Despite the popularity of real time communications like instant messaging, as well as updates via Facebook and Twitter, most workplaces still use and rely on email. As handy as email can be, it can also be dangerous. Attachments can contain viruses, and email messages can hide phishing links that lead you to fake websites in an attempt to steal your login information.
Tech giants including Google and Facebook aim to establish a new standard called DMARC to reduce these threats in the future. For now, however, there are five things you can do to help secure your email.
1. Use a password
Your password is the first and most important line of defence in protecting your email. Though most mail systems require one, there are many ways to bypass using a password to access your email. As an example, using Outlook or Thunderbird on a laptop with no login screen leaves all that mail that has already downloaded exposed, even if you use a password for downloading your mail.
If you don't have a password or PIN on your mobile phone, your email is left unprotected there, as well. Be sure to require passwords on any device that contains email, as well as within any program that can download it.
2. Have a secure password
While using a password is essential in protecting mail stored locally, having a secure password is critical for email that can be accessed remotely. By using a password that's complex, containing at least eight characters that mix letters and numbers and include capitalization and symbols, guessing or cracking your password becomes dramatically harder. Also, using different passwords for every account you have prevents a compromised password on one system from being used to access others.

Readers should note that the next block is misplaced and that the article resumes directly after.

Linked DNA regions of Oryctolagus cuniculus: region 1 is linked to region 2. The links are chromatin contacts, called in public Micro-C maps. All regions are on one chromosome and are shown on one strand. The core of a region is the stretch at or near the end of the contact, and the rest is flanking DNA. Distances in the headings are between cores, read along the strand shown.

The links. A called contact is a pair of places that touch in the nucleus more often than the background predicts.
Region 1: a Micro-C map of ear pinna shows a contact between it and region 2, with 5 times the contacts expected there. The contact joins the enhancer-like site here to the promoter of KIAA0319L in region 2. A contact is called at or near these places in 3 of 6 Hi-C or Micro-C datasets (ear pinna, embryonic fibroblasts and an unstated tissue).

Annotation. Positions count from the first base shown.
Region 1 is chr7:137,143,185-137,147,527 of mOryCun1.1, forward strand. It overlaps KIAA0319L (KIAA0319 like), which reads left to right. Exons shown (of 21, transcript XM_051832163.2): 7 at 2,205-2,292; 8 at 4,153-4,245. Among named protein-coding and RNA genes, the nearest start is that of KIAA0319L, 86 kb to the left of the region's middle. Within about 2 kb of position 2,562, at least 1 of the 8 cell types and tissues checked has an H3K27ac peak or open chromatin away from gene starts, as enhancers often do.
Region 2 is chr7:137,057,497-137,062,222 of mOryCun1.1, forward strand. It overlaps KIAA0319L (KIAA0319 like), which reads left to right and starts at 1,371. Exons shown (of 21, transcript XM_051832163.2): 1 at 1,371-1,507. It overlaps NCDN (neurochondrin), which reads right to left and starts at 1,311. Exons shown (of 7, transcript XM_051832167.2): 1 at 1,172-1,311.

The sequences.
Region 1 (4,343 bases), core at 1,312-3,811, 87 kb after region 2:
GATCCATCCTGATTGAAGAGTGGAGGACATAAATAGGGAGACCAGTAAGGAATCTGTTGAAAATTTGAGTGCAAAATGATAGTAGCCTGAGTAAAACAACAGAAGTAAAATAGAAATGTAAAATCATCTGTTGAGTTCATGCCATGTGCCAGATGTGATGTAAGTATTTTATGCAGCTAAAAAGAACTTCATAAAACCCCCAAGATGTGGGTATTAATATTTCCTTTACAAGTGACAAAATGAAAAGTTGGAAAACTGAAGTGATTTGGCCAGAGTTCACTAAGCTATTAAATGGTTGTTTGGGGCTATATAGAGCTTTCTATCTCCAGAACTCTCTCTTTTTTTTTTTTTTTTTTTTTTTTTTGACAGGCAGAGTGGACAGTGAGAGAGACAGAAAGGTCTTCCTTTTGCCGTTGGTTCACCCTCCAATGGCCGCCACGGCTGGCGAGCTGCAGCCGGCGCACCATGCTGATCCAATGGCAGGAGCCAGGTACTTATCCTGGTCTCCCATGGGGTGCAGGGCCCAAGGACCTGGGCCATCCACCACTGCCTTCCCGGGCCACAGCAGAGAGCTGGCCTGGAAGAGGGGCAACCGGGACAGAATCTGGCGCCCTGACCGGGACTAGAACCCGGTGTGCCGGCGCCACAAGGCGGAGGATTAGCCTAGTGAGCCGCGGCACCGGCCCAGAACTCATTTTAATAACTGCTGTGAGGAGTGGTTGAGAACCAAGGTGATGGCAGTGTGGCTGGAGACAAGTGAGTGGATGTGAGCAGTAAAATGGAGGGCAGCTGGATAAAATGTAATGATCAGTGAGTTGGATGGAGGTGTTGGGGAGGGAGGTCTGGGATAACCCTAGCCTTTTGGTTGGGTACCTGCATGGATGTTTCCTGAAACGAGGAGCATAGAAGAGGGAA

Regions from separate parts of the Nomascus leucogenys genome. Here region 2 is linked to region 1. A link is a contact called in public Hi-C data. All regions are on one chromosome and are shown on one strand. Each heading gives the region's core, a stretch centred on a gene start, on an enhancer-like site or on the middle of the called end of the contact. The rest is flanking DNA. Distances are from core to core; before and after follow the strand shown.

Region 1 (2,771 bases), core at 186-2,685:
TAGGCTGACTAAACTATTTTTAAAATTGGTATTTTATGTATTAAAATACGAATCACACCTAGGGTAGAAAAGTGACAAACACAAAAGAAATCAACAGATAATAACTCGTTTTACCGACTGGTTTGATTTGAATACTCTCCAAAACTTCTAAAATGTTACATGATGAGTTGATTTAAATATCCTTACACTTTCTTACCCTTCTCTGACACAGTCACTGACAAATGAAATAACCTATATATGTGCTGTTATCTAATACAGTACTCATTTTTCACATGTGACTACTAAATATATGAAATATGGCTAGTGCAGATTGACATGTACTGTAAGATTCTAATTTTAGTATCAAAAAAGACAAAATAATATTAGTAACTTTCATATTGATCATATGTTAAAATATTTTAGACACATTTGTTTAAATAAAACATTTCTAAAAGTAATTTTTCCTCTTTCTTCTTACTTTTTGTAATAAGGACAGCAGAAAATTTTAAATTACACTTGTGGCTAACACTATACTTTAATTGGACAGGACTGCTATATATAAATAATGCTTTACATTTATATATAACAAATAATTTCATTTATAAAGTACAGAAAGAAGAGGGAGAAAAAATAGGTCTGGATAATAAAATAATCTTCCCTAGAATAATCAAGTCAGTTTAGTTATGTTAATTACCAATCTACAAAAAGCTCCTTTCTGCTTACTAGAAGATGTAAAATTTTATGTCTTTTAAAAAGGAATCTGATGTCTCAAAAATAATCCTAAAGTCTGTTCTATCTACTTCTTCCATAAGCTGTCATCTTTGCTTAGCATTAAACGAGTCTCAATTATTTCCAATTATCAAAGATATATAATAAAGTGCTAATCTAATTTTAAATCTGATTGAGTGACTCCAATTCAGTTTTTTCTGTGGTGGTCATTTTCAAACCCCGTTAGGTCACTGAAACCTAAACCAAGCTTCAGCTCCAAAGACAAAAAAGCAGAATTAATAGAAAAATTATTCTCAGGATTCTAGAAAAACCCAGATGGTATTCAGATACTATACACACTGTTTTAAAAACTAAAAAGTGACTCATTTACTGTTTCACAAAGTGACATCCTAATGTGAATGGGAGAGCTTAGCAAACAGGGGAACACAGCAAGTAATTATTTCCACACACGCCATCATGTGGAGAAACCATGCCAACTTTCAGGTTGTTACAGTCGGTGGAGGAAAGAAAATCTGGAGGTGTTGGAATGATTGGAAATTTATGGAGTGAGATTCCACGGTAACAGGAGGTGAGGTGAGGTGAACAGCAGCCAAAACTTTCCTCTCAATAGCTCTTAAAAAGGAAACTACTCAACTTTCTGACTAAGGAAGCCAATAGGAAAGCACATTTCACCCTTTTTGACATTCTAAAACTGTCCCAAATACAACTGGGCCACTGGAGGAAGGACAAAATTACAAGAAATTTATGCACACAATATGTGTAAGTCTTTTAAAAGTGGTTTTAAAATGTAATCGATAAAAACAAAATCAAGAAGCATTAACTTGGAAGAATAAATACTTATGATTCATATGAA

3. Use HTTPS
When using web-based email systems, use the secure HTTPS method which encrypts your data as it travels across the Internet whenever possible to make it harder for your data to be intercepted and fall into the wrong hands. Systems like Google's Gmail or Microsoft's Hotmail offer an option to use HTTPS whenever accessing your email. Look for the HTTPS at the beginning of the website's address in your browser. In newer browsers, you'll even see a green padlock there, indicating the site is safe.
4. Avoid attachments
Be careful what you do with your email, especially when opening attachments. Since they can contain viruses and malware, only open those that you were already expecting. Viruses can lurk in messages from your colleagues (or that appear to be from them), so when in doubt, ask the sender what's in the attachment before you open it. Don't decline a virus scan if your email service offers one when downloading the attachment.
Other methods of sharing files, such as using Box or Dropbox, are safer. But even with these, be sure you're using a secure connection and that the file is coming from your colleague's account, not from an impostor.
5. Escape phishing attacks
If you're the target of a phishing attack, an email message sent to you appears to be from a source you recognise. It uses links to take you to a fake website that tries to trick you into typing your login information, which will give the attackers access to your real account.
Efforts are being made to reduce this danger, including the recently announced DMARC collaboration, which once adopted should help assure that messages are from who they claim to be. Until this and similar efforts reduce the danger, avoid clicking links in email messages, even those that appear to be from within your own company. Instead use a bookmark you already have or type in an address by hand for a site you wish to visit.
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